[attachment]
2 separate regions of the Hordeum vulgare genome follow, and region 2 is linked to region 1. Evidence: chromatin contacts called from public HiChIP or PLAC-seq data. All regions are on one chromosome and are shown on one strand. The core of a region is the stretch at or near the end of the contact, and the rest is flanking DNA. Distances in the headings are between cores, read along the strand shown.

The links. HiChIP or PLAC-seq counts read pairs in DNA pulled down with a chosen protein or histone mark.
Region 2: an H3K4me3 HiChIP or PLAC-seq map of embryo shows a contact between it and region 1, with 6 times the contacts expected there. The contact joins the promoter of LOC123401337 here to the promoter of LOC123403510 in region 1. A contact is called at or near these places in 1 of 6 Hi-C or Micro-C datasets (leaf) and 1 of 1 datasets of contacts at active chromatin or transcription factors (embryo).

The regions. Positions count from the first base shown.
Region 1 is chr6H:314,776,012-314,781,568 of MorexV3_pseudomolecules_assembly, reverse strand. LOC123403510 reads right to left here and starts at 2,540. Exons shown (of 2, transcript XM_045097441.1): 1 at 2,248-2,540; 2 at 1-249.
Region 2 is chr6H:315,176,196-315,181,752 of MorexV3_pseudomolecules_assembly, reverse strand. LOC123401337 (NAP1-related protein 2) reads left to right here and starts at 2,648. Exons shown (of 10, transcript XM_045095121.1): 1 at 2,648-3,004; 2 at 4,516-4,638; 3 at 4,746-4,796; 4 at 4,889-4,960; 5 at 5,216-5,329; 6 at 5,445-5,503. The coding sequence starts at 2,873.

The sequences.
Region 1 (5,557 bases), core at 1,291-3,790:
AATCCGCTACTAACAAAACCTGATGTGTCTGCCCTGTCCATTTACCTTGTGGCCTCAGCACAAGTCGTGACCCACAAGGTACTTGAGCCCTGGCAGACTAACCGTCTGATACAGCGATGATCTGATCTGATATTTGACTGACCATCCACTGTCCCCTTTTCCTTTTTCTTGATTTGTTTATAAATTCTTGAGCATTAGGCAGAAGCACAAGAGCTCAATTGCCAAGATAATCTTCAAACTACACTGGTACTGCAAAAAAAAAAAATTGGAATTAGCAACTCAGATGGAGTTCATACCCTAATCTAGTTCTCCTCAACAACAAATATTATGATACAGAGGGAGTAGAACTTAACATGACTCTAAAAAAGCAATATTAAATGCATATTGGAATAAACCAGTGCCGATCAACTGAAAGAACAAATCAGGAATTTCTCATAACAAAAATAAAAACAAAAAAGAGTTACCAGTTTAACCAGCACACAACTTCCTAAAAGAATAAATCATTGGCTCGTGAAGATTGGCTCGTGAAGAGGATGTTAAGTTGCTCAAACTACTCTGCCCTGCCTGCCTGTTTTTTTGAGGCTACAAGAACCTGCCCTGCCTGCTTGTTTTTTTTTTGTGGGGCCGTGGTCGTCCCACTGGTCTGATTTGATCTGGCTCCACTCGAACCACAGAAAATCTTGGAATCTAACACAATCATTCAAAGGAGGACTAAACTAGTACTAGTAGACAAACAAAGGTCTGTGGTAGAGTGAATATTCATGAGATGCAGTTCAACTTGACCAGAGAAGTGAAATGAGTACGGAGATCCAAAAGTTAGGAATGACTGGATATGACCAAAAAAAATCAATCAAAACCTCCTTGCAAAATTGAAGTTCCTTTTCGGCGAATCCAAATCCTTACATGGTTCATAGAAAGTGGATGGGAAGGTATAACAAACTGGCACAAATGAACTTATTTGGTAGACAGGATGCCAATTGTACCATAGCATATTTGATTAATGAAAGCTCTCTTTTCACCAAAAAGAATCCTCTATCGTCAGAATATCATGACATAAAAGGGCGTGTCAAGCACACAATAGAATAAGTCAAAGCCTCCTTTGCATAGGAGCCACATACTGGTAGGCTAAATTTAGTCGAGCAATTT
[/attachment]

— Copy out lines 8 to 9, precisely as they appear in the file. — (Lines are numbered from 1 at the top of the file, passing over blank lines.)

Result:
Region 1 (5,557 bases), core at 1,291-3,790:
AATCCGCTACTAACAAAACCTGATGTGTCTGCCCTGTCCATTTACCTTGTGGCCTCAGCACAAGTCGTGACCCACAAGGTACTTGAGCCCTGGCAGACTAACCGTCTGATACAGCGATGATCTGATCTGATATTTGACTGACCATCCACTGTCCCCTTTTCCTTTTTCTTGATTTGTTTATAAATTCTTGAGCATTAGGCAGAAGCACAAGAGCTCAATTGCCAAGATAATCTTCAAACTACACTGGTACTGCAAAAAAAAAAAATTGGAATTAGCAACTCAGATGGAGTTCATACCCTAATCTAGTTCTCCTCAACAACAAATATTATGATACAGAGGGAGTAGAACTTAACATGACTCTAAAAAAGCAATATTAAATGCATATTGGAATAAACCAGTGCCGATCAACTGAAAGAACAAATCAGGAATTTCTCATAACAAAAATAAAAACAAAAAAGAGTTACCAGTTTAACCAGCACACAACTTCCTAAAAGAATAAATCATTGGCTCGTGAAGATTGGCTCGTGAAGAGGATGTTAAGTTGCTCAAACTACTCTGCCCTGCCTGCCTGTTTTTTTGAGGCTACAAGAACCTGCCCTGCCTGCTTGTTTTTTTTTTGTGGGGCCGTGGTCGTCCCACTGGTCTGATTTGATCTGGCTCCACTCGAACCACAGAAAATCTTGGAATCTAACACAATCATTCAAAGGAGGACTAAACTAGTACTAGTAGACAAACAAAGGTCTGTGGTAGAGTGAATATTCATGAGATGCAGTTCAACTTGACCAGAGAAGTGAAATGAGTACGGAGATCCAAAAGTTAGGAATGACTGGATATGACCAAAAAAAATCAATCAAAACCTCCTTGCAAAATTGAAGTTCCTTTTCGGCGAATCCAAATCCTTACATGGTTCATAGAAAGTGGATGGGAAGGTATAACAAACTGGCACAAATGAACTTATTTGGTAGACAGGATGCCAATTGTACCATAGCATATTTGATTAATGAAAGCTCTCTTTTCACCAAAAAGAATCCTCTATCGTCAGAATATCATGACATAAAAGGGCGTGTCAAGCACACAATAGAATAAGTCAAAGCCTCCTTTGCATAGGAGCCACATACTGGTAGGCTAAATTTAGTCGAGCAATTT